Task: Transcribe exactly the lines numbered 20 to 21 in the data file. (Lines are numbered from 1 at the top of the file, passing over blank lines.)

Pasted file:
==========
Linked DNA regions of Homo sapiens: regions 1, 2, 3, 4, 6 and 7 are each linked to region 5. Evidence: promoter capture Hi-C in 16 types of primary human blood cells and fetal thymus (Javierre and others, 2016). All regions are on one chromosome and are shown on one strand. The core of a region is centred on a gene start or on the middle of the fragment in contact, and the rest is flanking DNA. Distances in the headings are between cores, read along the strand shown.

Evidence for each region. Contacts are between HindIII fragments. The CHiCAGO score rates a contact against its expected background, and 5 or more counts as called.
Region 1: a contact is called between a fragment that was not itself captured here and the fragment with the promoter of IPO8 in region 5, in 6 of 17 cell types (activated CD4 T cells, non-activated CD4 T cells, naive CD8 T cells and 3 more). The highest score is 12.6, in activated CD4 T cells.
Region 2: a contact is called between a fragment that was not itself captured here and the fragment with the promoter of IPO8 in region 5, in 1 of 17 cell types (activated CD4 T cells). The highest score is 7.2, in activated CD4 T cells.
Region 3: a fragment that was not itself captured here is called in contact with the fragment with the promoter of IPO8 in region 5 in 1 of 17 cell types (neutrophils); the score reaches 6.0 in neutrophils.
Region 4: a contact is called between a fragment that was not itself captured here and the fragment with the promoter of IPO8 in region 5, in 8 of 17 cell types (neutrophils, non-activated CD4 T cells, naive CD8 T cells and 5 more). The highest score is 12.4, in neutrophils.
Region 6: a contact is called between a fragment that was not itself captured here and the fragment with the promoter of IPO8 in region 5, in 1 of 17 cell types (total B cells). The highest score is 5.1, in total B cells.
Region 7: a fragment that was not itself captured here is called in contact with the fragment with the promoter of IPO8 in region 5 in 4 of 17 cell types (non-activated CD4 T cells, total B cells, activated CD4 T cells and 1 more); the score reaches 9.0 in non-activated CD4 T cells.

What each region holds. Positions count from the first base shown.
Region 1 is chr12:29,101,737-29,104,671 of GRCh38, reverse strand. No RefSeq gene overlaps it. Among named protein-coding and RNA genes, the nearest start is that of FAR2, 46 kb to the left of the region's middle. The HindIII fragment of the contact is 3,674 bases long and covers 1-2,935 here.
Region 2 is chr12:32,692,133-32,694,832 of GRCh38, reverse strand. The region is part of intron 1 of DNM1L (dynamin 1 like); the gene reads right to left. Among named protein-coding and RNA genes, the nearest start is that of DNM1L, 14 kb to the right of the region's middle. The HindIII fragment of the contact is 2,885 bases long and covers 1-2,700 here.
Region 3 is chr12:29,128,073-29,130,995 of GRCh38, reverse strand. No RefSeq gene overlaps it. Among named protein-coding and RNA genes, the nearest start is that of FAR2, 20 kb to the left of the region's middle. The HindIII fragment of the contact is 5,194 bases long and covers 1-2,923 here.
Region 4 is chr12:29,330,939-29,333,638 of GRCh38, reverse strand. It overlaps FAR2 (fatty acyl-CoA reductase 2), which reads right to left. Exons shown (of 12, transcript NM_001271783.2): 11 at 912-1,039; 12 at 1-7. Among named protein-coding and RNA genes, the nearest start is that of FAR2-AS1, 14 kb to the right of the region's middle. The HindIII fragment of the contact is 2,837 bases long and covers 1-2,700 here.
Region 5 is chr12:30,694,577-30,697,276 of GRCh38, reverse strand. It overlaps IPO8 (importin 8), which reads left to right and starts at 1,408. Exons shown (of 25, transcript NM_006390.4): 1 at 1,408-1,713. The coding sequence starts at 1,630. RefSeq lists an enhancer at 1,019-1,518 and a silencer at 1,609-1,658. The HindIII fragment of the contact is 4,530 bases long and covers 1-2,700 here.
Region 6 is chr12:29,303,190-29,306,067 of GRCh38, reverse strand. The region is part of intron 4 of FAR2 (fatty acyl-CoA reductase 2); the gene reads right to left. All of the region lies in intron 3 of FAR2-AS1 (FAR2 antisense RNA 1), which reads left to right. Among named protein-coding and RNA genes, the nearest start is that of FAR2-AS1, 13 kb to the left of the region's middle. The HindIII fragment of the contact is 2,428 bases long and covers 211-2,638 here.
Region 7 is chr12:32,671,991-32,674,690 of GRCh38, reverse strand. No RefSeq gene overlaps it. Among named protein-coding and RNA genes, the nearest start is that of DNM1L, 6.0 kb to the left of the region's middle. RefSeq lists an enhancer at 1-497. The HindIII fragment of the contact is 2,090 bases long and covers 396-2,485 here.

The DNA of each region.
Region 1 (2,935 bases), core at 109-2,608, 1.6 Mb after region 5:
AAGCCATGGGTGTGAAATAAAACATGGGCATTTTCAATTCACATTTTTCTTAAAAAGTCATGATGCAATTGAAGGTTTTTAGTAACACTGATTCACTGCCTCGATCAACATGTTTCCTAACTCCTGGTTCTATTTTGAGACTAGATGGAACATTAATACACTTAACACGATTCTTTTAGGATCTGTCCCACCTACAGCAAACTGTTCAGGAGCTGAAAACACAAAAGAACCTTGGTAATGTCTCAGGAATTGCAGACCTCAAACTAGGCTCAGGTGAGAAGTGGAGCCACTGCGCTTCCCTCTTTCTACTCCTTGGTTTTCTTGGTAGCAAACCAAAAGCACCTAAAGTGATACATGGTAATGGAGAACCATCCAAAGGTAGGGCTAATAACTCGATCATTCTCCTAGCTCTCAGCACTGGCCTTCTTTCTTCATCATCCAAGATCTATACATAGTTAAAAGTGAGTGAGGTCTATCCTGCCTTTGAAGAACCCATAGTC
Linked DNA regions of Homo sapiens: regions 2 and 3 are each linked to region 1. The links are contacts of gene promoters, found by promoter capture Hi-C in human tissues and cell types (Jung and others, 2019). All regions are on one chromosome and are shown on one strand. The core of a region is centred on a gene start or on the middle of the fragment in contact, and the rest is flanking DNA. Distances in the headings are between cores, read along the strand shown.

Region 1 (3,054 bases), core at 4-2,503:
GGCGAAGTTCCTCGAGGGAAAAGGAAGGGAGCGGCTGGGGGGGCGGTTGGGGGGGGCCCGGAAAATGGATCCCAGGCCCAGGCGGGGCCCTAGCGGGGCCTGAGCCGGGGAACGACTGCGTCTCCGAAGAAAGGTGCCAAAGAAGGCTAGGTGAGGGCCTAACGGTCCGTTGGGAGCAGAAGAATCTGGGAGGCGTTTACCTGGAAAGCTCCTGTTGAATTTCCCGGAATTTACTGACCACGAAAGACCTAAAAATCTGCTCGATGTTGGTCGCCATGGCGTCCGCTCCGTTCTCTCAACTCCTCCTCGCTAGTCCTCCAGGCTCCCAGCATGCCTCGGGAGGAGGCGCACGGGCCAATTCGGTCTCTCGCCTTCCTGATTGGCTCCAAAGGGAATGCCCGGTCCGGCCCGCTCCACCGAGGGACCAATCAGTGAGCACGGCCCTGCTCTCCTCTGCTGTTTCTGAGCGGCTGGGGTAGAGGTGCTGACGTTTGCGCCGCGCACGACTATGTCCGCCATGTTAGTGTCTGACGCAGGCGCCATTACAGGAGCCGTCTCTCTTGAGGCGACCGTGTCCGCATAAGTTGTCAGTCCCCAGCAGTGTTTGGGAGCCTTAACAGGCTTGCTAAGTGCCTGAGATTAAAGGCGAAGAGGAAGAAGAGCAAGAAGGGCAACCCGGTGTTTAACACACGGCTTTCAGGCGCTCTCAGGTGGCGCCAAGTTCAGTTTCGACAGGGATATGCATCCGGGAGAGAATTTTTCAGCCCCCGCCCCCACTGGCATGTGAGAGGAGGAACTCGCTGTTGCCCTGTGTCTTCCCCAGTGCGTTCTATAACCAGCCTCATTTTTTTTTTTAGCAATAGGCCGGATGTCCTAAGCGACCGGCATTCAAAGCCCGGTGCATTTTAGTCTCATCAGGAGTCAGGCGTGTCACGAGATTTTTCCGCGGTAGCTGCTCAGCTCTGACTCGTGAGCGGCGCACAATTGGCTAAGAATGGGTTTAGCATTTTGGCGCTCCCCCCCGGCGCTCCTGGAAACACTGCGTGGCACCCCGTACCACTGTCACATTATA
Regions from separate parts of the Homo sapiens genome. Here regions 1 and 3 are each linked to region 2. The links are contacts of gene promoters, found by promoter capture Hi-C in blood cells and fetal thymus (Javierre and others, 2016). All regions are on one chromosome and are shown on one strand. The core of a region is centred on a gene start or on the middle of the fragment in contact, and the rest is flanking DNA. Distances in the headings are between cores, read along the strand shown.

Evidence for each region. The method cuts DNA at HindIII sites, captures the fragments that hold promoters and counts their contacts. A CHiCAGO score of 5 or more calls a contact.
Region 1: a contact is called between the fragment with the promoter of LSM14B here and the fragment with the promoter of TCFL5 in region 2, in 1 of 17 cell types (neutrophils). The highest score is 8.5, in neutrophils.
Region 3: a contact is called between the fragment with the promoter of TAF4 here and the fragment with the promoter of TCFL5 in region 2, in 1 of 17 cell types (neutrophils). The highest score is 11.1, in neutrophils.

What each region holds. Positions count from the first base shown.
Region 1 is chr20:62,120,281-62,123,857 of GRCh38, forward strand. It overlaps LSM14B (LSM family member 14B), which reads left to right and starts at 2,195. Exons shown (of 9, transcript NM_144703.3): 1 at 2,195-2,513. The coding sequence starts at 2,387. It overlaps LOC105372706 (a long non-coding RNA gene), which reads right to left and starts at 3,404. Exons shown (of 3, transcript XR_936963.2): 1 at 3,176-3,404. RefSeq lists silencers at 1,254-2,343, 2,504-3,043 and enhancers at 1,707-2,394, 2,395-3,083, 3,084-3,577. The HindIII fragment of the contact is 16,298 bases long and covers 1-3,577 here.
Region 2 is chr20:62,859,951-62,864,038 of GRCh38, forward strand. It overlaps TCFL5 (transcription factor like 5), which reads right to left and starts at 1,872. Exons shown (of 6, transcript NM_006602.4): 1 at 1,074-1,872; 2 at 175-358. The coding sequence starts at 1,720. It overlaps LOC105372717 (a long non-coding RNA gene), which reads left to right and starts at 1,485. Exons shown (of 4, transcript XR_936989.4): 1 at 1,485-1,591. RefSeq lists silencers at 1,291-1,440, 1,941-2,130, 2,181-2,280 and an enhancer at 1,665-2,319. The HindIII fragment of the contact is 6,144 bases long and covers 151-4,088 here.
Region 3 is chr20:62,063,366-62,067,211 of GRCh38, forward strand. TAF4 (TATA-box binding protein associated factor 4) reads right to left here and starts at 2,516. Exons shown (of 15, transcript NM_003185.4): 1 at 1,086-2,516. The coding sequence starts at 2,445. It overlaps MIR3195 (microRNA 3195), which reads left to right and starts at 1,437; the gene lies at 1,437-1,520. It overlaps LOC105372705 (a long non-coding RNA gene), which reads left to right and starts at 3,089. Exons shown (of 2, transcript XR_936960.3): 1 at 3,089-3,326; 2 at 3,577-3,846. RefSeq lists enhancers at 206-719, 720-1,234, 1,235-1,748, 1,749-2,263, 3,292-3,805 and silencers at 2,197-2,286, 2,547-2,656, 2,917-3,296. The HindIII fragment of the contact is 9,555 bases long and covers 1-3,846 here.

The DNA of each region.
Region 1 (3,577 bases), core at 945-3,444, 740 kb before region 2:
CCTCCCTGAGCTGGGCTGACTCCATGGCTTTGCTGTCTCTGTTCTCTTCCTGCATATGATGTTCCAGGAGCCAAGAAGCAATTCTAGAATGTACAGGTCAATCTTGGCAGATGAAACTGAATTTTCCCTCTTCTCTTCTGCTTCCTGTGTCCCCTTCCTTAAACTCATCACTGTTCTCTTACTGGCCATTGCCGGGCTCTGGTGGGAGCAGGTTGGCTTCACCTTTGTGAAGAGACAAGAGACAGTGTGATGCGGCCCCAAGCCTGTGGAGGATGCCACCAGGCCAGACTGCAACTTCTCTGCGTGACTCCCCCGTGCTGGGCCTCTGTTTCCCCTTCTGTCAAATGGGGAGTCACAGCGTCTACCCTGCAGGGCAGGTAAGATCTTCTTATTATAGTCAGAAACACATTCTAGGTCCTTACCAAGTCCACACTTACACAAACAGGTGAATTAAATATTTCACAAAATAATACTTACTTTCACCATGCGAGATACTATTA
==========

Linked DNA regions of Homo sapiens: regions 2 and 3 are each linked to region 1. The links are contacts of gene promoters, found by promoter capture Hi-C in human tissues and cell types (Jung and others, 2019). All regions are on one chromosome and are shown on one strand. The core of a region is centred on a gene start or on the middle of the fragment in contact, and the rest is flanking DNA. Distances in the headings are between cores, read along the strand shown.

Region 1 (3,054 bases), core at 4-2,503: